Reader Response: Naggalama Hospital Palliative Care Outreach Team

Written by Dr. Randi R. Diamond, Assistant Professor of Medicine in the Division of Geriatrics and Palliative Medicine and Director of the Liz Claiborne Center for Humanism in Medicine at New York-Presbyterian Hospital/Weill Cornell Medical Center


I was delighted to read Dr. MacDougall's reflection “An Amazing First Day in Naggalama” depicting her first few days at Naggalama Hospital. Her experience, as I have heard from other visiting students and residents, fortifies my own impressions and rationale for suggesting Naggalama as a site for the UVMLCOM/WCHN Global Health Program.

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Reader Response: Knowing Your Patients’ Stories

Written by Dr. Mahsheed Khajavi, Associate Professor of Clinical Medicine at Florida State University


I have been practicing medicine for over twenty-five years. I still study every single day, and feel as though I will never learn enough. And that's okay. As long as I can continue knowing my patients and their stories, I will continue caring for them.

Reader Response: Upenyu Hunokosha

Written by Tendai Machingaidze, Associate Site Director for Zimbabwe University


What does it mean to have the ability to save a life and not do so? In Shona, we say “Upenyu hunokosha!” Life is precious! We cannot save the world, but we can certainly save a world – we can save a mother or a father or a child, and in so doing save a family, a world. But who is doing the saving? And how is it perceived?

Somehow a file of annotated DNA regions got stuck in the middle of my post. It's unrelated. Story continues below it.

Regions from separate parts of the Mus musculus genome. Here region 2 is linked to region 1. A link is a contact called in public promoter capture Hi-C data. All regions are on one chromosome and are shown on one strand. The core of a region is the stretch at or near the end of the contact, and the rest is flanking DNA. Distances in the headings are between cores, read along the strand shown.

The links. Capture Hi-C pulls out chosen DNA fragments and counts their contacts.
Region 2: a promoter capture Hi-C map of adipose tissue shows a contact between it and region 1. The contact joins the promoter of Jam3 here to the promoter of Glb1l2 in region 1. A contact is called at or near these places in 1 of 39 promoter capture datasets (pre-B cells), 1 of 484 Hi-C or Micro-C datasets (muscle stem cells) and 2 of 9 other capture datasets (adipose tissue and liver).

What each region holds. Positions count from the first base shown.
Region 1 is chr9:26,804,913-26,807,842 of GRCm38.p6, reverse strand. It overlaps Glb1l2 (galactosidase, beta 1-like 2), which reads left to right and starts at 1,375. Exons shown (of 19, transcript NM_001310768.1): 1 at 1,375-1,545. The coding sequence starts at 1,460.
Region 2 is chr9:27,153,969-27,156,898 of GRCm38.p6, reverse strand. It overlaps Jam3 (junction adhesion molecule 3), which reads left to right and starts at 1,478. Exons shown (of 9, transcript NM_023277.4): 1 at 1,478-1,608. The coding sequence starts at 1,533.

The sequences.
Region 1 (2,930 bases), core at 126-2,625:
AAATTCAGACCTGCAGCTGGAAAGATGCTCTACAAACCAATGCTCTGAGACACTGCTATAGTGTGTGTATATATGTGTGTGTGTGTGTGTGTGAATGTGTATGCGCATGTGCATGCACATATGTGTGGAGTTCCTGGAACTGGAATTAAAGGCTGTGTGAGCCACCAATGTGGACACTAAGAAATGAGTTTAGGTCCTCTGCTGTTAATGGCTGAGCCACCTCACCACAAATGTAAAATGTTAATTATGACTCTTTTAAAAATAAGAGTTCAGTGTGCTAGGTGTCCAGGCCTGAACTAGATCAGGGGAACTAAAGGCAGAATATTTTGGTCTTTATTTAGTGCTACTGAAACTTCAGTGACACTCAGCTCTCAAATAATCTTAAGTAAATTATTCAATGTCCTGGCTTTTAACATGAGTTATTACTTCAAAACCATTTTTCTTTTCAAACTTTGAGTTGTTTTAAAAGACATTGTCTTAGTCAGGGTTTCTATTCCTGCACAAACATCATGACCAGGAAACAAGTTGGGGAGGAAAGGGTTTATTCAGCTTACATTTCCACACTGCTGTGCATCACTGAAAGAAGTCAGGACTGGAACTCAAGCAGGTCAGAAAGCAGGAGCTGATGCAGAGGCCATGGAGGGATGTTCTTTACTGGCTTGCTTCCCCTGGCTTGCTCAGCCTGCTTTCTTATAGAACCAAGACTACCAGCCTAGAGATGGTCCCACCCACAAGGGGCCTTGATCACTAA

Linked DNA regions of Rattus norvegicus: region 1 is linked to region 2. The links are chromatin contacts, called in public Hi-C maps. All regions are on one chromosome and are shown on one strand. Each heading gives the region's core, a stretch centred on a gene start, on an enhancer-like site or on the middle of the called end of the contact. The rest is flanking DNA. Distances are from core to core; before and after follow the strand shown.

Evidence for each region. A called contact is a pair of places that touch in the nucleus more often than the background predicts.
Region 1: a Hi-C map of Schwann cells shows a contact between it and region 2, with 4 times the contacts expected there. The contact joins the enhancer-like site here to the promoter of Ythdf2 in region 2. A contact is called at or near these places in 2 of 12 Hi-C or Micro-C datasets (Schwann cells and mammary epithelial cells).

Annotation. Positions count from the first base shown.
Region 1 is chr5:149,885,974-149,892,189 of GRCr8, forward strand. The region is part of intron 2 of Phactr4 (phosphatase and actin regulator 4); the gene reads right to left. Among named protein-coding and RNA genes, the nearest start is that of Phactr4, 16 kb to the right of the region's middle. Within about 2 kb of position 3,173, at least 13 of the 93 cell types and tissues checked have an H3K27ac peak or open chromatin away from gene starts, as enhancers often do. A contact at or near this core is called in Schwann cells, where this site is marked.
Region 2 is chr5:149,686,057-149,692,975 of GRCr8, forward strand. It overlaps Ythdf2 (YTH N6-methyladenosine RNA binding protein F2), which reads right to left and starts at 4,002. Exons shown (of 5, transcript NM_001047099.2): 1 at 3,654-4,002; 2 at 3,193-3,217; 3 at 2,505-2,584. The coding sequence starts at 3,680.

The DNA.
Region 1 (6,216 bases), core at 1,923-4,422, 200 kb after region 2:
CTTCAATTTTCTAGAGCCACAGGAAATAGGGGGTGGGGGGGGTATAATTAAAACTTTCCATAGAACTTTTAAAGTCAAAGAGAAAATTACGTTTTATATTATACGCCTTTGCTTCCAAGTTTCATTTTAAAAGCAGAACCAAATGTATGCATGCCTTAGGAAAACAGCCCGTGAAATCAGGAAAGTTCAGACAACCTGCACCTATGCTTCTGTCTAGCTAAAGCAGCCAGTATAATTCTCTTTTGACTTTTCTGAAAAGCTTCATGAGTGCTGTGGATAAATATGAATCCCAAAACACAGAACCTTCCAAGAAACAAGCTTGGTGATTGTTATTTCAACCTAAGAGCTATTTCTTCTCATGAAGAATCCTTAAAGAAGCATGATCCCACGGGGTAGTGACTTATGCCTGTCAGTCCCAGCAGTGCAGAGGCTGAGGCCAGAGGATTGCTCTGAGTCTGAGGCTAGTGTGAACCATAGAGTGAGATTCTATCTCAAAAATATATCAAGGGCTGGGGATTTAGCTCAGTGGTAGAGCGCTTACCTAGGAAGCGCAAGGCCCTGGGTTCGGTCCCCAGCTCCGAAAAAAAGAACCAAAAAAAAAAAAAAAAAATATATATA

Reader Response: On Saving Life

Written by Dr. Mahsheed Khajavi, Associate Professor of Clinical Medicine at Florida State University


This ethical dilemma and responses moved me to tears. However, I feel that allowing a human being to die a preventable death is not morally consistent with medical mission work. The very fact that we choose certain countries and see a limited number of patients- as many as humanly possible in the allotted time, which still leaves hundreds unattended- implies that we are already making a decision regarding the allocation of resources. To carry the argument of nonfinancial intervention is antithetical to what is already being implemented: choosing a country and a select group of patients who will receive care.

Reader Response: We Either Give Life Or We Take It

Written by Dr. Mahsheed Khajavi, Associate Professor of Clinical Medicine at Florida State University


I think the most important word is "vulnerable." While reading this, I was thinking about the fundamental lack of acknowledgement  of each woman’s humanity. Perhaps the more appropriate word is simply humanity. While spoken language is often a barrier, there is an alternative, a universal language: smiling, holding a hand, sitting down and touching an arm, a cup of tea or glass of water…something to say, “You are not alone here. I am with you.”

Reader Response: Allowing Ourselves Grace

Written by Dr. Mahsheed Khajavi, Associate Professor of Clinical Medicine at Florida State University


I read a recent piece by Nikolas Moring on Global Diaries and was moved. I could sense that this young man was disappointed, not in his trip but in his decision to return to the United States. I believe there is a difference between the words "trip" and "journey." The former implies a start and end point, a series of expectations from others and oneself which one must fulfill, and ultimately a return.